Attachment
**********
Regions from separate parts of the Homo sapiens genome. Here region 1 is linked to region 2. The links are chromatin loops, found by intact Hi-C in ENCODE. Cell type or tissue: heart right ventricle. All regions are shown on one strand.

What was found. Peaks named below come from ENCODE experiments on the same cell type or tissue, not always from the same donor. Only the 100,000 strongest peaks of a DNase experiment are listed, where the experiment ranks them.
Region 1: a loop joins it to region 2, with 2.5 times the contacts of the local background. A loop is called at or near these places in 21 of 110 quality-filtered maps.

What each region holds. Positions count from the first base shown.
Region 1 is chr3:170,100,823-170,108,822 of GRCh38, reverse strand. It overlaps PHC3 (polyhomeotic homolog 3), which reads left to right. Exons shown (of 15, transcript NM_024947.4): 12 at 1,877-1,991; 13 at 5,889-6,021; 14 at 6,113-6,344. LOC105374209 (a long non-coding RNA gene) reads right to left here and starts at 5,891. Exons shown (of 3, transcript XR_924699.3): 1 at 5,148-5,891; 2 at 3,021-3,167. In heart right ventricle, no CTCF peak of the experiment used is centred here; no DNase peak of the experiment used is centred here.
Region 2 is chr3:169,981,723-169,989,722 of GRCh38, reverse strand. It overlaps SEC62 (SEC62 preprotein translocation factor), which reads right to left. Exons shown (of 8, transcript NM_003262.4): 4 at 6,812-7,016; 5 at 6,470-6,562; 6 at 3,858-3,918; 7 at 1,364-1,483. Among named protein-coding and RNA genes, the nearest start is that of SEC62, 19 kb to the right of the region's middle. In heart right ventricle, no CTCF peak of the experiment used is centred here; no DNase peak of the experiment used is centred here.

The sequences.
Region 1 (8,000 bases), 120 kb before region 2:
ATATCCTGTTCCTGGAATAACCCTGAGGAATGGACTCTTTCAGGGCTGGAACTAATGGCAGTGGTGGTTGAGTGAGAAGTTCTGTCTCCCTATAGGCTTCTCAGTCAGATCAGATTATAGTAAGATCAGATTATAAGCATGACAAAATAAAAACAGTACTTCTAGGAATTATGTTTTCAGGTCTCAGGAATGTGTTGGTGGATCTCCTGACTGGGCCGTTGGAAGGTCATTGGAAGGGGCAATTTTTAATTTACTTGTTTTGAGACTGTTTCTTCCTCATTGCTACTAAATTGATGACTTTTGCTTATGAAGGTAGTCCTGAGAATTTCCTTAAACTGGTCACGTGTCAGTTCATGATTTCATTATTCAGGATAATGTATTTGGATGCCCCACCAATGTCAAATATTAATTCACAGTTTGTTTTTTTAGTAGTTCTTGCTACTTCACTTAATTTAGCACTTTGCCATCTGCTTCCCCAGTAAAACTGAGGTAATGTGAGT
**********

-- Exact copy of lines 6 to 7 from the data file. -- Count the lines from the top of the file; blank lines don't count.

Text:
Region 2 is chr3:169,981,723-169,989,722 of GRCh38, reverse strand. It overlaps SEC62 (SEC62 preprotein translocation factor), which reads right to left. Exons shown (of 8, transcript NM_003262.4): 4 at 6,812-7,016; 5 at 6,470-6,562; 6 at 3,858-3,918; 7 at 1,364-1,483. Among named protein-coding and RNA genes, the nearest start is that of SEC62, 19 kb to the right of the region's middle. In heart right ventricle, no CTCF peak of the experiment used is centred here; no DNase peak of the experiment used is centred here.

The sequences.